The following was submitted by Hilary Ross Browning – resident of the South Park neighborhood. We invite comments from affected residents AND city staff – what do YOU think?
Along Wayne Avenue, lawn signs scream “Stop the Widening Project” and “City Unfair to us.” A seemingly simple infrastructure upgrade has angered many, and leaves Wayne Avenue residents with an uncertain future. There is no doubt, however, that the intersection of Wayne and Wilmington Pike needs improvement.
Congestion, speeding, street light timing, and pedestrian access are just a few concerns that the City should address when improving the intersection. The City’s solution, however, is to widen the road from Anderson Road to Wilmington Pike and from Wilmington Pike to Beckman Street. Widening will start in June, with an estimated completion date in July 2011. The city will use funds from Miami Valley Regional Planning Commission and Ohio State Issue 1 funds from Ohio Public Works.
The current plan involves taking a portion of land from property owners using eminent domain. The use of eminent domain is legal in this case, and likely necessary, as property owners do not want to cede land voluntarily. The Supreme Court has upheld the use of eminent domain for infrastructure upgrades as a form of economic development. Kelo v. New London (2005) and Berman v. Parker (1954) have established that governments can take land for public purposes provided just compensation for affected property owners.
From the perspective of Wayne Avenue residents, however, the Wayne Avenue project infringes on property owner rights. These residents are forced to accept the project, whether they want to cede land to the City or not. Residents have lingering concerns about diminished property values, safety, and the justness of the City’s actions.
It is equally concerning that the City’s plan may not improve the intersection, and widening may have undesirable long-term ramifications. The widening project could affect citizens for decades- and the quality of the plan should reflect the importance of Wayne Avenue as a central traffic artery.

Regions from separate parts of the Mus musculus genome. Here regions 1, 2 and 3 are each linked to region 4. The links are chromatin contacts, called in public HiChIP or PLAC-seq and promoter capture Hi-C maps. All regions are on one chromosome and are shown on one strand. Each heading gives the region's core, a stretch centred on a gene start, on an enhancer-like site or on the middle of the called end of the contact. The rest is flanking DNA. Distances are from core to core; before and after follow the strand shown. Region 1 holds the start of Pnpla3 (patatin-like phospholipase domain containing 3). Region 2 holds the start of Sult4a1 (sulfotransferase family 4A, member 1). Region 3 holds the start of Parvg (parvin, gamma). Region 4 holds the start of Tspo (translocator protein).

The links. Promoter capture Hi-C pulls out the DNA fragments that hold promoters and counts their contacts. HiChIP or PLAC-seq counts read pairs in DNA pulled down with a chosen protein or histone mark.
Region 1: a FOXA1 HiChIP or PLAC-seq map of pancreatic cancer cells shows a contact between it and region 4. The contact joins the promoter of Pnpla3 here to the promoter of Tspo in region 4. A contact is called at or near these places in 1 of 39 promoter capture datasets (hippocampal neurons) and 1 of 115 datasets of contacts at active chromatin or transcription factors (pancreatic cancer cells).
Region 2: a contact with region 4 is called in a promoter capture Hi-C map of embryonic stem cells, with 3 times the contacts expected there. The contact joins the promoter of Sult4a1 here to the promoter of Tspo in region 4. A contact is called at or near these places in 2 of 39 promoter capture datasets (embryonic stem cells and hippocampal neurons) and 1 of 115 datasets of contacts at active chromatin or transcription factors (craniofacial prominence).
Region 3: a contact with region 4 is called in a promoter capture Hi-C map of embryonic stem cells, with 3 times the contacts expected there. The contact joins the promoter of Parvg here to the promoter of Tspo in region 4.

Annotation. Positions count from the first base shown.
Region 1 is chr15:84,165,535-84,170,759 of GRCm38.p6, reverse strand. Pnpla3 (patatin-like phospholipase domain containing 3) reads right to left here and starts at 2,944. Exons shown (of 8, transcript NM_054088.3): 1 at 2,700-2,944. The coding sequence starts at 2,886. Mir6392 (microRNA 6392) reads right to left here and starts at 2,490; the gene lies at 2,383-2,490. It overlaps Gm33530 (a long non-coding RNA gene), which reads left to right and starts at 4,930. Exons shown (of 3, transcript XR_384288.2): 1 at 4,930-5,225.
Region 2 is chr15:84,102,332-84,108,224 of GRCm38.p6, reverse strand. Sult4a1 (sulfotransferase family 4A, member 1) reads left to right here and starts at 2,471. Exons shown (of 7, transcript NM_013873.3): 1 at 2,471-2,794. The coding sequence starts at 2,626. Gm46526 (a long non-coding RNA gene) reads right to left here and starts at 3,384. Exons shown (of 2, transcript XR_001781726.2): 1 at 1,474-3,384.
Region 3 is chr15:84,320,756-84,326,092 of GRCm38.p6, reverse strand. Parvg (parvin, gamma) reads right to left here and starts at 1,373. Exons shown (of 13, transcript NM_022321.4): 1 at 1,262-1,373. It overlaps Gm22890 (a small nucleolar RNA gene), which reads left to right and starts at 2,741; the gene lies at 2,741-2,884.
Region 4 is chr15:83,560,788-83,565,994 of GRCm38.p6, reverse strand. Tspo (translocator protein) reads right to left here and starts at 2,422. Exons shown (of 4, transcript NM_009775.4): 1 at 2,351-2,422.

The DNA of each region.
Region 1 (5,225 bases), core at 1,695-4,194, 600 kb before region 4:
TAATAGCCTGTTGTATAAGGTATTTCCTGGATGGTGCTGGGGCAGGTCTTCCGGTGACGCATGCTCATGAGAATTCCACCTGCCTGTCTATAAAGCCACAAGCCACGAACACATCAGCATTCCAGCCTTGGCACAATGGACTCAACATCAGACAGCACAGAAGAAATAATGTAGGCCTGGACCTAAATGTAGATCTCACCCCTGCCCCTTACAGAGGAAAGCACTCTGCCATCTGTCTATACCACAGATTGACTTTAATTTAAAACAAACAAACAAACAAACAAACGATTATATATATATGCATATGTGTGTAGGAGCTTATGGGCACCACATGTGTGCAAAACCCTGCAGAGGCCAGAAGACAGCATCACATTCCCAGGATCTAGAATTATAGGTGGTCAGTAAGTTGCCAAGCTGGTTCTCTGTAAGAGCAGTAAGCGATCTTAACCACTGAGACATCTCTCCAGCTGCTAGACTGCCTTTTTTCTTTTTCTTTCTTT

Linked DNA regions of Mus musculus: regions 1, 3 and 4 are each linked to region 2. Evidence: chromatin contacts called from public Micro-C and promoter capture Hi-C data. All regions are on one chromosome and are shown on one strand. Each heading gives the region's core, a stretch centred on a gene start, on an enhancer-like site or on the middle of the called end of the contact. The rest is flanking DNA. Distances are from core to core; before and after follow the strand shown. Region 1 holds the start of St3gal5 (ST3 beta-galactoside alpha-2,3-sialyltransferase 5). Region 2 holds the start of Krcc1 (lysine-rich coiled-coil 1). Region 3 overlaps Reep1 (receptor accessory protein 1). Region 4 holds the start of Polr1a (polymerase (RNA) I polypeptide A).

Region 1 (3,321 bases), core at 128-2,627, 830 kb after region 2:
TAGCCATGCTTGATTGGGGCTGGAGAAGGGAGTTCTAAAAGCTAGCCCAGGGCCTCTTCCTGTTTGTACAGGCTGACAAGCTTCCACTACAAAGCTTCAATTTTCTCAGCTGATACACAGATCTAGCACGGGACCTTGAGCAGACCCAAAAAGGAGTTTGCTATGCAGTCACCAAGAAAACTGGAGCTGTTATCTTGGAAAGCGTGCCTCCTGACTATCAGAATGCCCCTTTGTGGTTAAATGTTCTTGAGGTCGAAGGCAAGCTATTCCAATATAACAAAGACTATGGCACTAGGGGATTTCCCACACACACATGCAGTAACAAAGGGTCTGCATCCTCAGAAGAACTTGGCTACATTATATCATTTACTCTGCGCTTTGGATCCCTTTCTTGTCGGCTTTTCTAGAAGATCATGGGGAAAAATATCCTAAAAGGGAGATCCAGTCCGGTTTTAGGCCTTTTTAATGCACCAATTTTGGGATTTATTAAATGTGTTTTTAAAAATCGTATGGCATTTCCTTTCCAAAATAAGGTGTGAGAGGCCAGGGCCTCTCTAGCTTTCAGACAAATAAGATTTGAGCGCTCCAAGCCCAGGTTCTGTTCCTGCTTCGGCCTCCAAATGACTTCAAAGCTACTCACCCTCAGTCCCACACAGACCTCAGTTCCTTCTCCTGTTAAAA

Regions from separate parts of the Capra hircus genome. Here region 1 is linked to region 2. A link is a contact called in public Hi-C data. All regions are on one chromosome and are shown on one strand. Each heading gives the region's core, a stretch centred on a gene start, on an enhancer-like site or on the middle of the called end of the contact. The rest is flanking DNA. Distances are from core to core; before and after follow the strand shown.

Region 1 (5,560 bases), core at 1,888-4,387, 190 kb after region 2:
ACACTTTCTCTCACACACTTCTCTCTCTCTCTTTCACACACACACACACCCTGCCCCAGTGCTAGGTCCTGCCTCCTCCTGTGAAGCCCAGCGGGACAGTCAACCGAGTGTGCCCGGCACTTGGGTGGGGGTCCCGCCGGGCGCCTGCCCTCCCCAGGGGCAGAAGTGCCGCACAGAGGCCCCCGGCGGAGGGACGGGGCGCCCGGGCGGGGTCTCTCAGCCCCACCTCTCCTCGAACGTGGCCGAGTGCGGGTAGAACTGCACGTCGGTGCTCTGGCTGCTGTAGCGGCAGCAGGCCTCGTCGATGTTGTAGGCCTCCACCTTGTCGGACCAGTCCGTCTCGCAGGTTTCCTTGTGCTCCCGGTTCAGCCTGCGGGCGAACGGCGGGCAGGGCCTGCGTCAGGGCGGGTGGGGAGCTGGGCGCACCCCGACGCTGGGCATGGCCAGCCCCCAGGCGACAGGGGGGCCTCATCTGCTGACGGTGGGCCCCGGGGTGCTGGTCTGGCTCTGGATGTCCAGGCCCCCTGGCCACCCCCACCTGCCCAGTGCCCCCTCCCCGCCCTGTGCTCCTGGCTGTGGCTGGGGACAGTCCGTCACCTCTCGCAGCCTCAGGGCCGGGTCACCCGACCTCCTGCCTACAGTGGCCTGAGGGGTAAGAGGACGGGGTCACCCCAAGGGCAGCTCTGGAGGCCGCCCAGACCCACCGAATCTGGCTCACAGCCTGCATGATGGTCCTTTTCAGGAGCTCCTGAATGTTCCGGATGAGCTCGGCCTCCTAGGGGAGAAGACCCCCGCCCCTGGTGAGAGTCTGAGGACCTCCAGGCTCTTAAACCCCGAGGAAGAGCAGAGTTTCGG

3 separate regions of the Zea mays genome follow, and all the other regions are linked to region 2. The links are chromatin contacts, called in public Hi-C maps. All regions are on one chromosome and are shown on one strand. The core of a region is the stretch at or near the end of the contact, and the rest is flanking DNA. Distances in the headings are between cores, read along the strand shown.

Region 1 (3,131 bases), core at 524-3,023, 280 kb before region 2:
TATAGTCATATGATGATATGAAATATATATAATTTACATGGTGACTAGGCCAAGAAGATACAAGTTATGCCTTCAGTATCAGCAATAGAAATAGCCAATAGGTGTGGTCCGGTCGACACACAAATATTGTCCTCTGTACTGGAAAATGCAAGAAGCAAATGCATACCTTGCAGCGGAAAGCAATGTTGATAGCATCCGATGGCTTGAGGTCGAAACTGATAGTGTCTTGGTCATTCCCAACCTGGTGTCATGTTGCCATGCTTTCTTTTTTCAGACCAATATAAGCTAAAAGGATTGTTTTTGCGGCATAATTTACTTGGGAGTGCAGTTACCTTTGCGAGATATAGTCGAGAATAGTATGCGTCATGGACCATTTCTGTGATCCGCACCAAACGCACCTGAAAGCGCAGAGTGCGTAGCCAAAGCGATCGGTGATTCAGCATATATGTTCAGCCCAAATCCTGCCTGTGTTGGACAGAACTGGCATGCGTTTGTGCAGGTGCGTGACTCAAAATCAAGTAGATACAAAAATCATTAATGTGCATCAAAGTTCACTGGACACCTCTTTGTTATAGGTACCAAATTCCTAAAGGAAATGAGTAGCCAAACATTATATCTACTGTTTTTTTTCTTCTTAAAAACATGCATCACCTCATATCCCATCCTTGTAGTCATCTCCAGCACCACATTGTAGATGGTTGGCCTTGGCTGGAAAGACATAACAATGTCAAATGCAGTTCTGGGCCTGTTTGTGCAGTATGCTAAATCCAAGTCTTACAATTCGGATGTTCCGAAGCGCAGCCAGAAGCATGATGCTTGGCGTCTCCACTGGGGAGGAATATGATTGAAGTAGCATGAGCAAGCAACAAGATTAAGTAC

To be successful, the Wayne Avenue project should be a measurable improvement over the present design. The project should benefit the majority of citizens, and should take into account any negative long-term consequences.
Unfortunately, the City’s plan for Wayne Avenue may not be an improvement over the old design. City of Dayton traffic engineers believe widening the road will relieve traffic congestion and promote safety. Urban design proponents, however, argue that street widening causes more problems than it solves. For example, urban design studies performed by Elizabeth Plater-Zyberk and Andres Duany have shown that street widening encourages greater traffic volume. Increased traffic on Wayne Avenue would negate the traffic calming effect of widening the road.
Additionally, the widening project does not benefit all road users. Widening the road clearly benefits drivers, not cyclists and pedestrians. The City plans to replace the sidewalks and tree lawn, but it is unclear if traffic lights and cross walks will be updated to better serve pedestrians as part of this project. As for cyclists, the widening project will not make room for a bike lane.
Another concern is the potential destabilization of the housing block along Wayne. Homeowners face hard choices about the safety and value of their properties; many have chosen to sell their properties. The alienation of Wayne avenue residents is damaging to the neighborhood and city, as they may choose to leave the City of Dayton for good. Losing long-term residents is an undesirable consequence of a public infrastructure project. The widening project will decrease the market value of homes along Wayne, potentially inviting landlords instead of owner-occupants.
The City should address these concerns before moving forward with the intended project. It may be difficult or impossible to address the immediate concerns of residents living along Wayne. However, the City should not settle on an inferior design because of these challenges. With a new road design, Wayne Avenue could be a vibrant corridor. It may not be within the City’s reach to create a tree-lined boulevard or divided road, but beautification could ease some concerns.
A little creativity and extra effort could turn Wayne Avenue around for the better. Widening the road does not promote bike or pedestrian traffic; nor is it a long-term solution to better Wayne Avenue. As it stands, City residents must accept an inferior road upgrade instead of a sustainable, long-term solution.